How shrooms and the Bee Gees inspired Tame Impala

Since the project’s inception in the late 2010s, Tame Impala has become the defining name in contemporary neo-psych rock. Layering fuzzy guitars with electronic-inspired production, Kevin Parker is one of the most recognisable and referenced names in alternative music. The project has gained widespread critical and commercial acclaim, with sophomore album Lonerism even receiving a Grammy in the alternative album category.

Tame Impala’s summery neo-psych sound borrows from a number of artists and genres. Parker has noted the influence of the initial movement of psych rock in the 1960s, but he has also referenced the likes of My Bloody Valentine’s distorted guitars, experimental electronic acts like Aphex Twin and Squarepusher, and pop producer and songwriter Max Martin.

Parker also once cited 1970s pop outfit the Bee Gees as an influence, specifically recalling an occasion he listened to their music while on shrooms. In an interview with The Guardian, he remembers taking mushrooms in Los Angeles at the end of their Lonerism tour. Parker recalls: “I was coked up as well, and a friend was driving us around LA in this old sedan. He was playing the Bee Gees, and it had the most profound emotional effect. I’m getting butterflies just thinking about it.”

He explains the transformative experience of listening to the disco trio’s 1977 hit ‘Stayin Alive’, which he dubs “a song I’ve heard all my life”. But, upon this listen, the track had a particularly cathartic effect: “At that moment, it had this really emotive, melancholy feel to it,” he explained. “The beat felt overwhelmingly strong, and, at that moment, it sounded pretty psychedelic. It moved me, and that’s what I always want out of psych music, I want it to transport me”.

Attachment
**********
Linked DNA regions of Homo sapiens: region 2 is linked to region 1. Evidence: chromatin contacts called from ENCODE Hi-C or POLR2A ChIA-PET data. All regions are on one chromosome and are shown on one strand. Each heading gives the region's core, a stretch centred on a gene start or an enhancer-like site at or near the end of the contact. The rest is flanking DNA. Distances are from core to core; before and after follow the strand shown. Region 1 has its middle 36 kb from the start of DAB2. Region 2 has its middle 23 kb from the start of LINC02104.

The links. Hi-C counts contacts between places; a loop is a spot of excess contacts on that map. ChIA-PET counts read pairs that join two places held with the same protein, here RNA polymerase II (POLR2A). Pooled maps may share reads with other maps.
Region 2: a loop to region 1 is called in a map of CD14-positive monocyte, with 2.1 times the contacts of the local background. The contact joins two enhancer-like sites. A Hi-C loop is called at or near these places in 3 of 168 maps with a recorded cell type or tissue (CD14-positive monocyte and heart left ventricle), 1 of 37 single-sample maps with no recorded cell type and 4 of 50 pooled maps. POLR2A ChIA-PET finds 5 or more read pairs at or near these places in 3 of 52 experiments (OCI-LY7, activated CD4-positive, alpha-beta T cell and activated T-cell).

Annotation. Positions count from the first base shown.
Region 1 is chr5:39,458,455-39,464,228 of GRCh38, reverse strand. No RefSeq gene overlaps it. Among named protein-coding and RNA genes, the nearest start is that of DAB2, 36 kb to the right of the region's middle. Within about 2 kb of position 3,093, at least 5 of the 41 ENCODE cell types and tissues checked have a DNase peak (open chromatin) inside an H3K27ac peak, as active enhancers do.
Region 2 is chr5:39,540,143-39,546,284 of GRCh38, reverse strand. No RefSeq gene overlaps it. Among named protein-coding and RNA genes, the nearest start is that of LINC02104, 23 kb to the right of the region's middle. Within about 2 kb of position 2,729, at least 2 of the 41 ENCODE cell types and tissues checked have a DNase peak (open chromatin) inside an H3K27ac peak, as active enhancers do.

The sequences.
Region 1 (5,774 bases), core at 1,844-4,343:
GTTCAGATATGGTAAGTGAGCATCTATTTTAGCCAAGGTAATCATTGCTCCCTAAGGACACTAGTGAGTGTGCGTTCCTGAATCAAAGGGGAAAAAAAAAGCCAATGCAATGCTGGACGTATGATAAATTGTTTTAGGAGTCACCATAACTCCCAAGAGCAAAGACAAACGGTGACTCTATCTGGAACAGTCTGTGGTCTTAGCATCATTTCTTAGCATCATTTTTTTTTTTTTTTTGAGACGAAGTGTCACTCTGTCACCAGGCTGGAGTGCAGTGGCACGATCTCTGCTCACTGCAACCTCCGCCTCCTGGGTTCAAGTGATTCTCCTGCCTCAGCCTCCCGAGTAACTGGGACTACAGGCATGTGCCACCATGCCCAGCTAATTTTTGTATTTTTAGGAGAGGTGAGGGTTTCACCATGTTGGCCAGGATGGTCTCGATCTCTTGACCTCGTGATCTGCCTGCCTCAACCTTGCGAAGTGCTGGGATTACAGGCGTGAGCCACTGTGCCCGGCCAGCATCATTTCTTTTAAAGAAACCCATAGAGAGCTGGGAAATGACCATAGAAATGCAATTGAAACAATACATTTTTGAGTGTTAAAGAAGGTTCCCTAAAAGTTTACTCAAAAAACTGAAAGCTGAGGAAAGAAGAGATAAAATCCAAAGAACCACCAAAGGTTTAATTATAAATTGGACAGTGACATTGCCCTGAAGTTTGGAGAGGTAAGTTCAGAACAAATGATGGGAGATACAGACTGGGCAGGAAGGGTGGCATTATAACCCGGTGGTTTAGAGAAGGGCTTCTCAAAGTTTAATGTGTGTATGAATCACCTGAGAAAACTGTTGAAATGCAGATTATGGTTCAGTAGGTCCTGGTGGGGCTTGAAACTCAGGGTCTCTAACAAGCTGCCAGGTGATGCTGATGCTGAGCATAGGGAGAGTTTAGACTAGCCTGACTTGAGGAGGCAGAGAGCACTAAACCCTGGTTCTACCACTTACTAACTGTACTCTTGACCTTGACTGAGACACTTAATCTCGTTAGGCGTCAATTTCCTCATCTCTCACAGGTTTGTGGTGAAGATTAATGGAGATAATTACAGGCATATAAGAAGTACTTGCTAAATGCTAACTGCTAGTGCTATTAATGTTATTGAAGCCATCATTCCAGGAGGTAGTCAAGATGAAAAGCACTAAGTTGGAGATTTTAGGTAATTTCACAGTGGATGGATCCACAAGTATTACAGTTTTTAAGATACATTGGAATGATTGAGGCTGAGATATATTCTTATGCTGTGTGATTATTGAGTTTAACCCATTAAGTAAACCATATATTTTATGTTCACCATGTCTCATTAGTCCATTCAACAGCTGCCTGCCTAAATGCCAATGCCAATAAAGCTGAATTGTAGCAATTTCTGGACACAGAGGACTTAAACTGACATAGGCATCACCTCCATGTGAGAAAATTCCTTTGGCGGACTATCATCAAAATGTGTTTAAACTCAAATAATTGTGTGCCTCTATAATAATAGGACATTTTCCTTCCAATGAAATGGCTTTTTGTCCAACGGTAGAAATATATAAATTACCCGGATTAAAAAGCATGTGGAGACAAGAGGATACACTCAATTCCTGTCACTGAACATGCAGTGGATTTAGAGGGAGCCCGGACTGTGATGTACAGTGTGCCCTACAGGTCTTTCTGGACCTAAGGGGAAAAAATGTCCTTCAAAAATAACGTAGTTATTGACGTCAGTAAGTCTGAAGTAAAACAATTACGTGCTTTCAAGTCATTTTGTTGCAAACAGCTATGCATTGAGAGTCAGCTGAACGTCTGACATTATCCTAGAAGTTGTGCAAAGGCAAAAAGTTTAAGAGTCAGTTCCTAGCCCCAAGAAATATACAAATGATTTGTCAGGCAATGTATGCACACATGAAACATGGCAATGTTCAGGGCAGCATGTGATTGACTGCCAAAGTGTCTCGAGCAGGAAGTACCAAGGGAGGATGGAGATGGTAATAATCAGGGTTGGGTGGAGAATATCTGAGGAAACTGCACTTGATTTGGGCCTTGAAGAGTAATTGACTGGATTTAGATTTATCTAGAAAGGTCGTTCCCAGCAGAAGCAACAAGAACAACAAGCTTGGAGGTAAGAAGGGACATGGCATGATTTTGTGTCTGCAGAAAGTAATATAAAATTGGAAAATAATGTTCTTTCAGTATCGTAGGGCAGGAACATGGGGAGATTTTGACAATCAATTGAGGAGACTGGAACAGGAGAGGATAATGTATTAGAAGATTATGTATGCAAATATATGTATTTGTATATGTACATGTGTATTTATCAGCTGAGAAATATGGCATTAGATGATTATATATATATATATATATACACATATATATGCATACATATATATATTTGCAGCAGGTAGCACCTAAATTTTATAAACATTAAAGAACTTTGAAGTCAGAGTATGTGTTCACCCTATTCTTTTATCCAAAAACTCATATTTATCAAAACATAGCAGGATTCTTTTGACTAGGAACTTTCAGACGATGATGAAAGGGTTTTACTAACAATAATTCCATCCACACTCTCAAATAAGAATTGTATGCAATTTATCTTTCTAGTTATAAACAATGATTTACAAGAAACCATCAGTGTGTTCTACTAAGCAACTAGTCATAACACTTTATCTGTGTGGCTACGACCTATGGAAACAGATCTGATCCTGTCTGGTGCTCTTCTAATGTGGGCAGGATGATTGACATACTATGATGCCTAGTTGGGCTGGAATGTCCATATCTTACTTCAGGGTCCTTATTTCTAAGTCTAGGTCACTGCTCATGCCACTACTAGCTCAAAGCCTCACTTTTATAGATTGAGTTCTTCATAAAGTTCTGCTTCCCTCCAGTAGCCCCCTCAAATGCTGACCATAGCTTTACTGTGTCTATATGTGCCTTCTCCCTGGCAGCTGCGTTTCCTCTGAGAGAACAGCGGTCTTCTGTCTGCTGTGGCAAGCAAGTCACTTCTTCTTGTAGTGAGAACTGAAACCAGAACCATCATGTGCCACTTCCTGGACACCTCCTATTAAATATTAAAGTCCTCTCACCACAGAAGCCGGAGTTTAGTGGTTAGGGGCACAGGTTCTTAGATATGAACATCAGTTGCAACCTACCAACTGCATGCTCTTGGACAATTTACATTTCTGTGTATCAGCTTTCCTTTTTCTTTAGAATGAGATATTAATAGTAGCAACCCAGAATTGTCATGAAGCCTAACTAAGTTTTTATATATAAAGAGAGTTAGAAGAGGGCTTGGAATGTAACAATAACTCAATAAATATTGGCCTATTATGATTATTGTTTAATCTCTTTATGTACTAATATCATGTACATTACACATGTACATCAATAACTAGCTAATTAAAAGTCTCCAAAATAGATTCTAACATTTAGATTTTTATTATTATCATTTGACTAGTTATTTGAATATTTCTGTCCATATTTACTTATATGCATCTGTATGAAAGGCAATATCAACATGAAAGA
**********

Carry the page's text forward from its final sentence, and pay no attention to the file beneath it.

Though Parker didn’t go on to write soulful disco tracks full of harmonies, his beats are equally pervasive and transporting. Currents, the album that followed Lonerism, has particularly memorable, danceable beats and synths in standout tracks like ‘The Less I Know The Better’. Parker’s transformative, cosmic psych has garnered him an association with shrooms and stoner scenes alike.

While Parker has openly shared the role of drugs in his own music production, he also speaks on his caution around developing a dependency on substances to create. He notes: “I’d be disappointed if I was sat there with no ideas and thought: ‘Hey, maybe if I get stoned, I’ll have some ideas.’”

Adding: “I’d feel quite defeated. At the same time, sometimes, if I’m smoking a spliff halfway through a recording session, it makes things sound more potent. When I had the idea for some of my best songs, I was stone-cold sober. Some of my best songs I thought of stoned and recorded stoned. There’s no correlation.”

Tame Impala is undoubtedly tangled up with the psychedelic scene, garnering inspiration from the sound and substances pioneered by the 1960s movement, but Parker seems to have no dependency on this inspiration. Pulling from pop, electronic, and the disco of the Bee Gees, Parker’s discography is equally beloved by psychedelic users, stoners and sober listeners.

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